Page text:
Despite normal to suppressed levels of renin activity in chronic renal disease, multiple lines of evidence suggest a role for the RAS, especially its intrarenal expression, in several critical aspects of this condition. Alterations in the distribution and control of components of the renal RAS could account for localized areas of activation of this system. Renal scarring may be particularly important as a major stimulus to renin synthesis in the diseased kidney. While both intrarenal and systemic hypertension may depend in part upon actions of the RAS, other non-hemodynamic actions of the RAS may also contribute to the adaptation of residual nephrons as well as their progressive injury.
Bibliographical noteFunding Information:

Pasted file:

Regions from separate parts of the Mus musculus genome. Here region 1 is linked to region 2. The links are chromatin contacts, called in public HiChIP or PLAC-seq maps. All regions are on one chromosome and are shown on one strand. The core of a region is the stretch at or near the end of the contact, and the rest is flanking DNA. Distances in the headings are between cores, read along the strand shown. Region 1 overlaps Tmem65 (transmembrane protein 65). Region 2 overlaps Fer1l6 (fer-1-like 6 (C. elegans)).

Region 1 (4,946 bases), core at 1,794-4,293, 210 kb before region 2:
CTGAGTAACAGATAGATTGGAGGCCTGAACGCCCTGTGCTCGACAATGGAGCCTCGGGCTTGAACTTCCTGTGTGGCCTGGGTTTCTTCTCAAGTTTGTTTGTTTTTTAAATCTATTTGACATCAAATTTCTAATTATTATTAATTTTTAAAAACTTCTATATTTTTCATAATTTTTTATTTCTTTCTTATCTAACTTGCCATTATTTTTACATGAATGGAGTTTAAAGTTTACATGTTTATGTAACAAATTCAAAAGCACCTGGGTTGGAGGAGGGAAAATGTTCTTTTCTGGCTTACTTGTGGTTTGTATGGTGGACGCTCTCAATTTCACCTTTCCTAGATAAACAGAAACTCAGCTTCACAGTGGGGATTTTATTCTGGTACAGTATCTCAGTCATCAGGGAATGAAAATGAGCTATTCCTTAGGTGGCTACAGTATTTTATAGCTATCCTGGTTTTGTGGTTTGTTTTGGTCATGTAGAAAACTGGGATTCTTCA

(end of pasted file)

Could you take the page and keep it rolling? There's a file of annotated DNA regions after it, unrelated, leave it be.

Postdoctoral Research Fellowship, and was also partially supported by the Instituto Nacional de Ia NutriciOn Salvador Zubirán, Mexico City.
This review is a revision of a published article (in Contemporary Issues in Nephrology: The Progressive Nature of Renal Disease, edited by MITCH WE, New York, Churchill Livingstone, 26:55—76, 1992). This work was supported by US Public Health Service Grants AM-3 1437 (T.H.H.) and R29DK43075 (M.E.R.), and by a Young Investigator Grant from the National Kidney Foundation (M.E.R.). Dr. Correa-Rotter was a recipient of Juvenile Diabetes Foundation International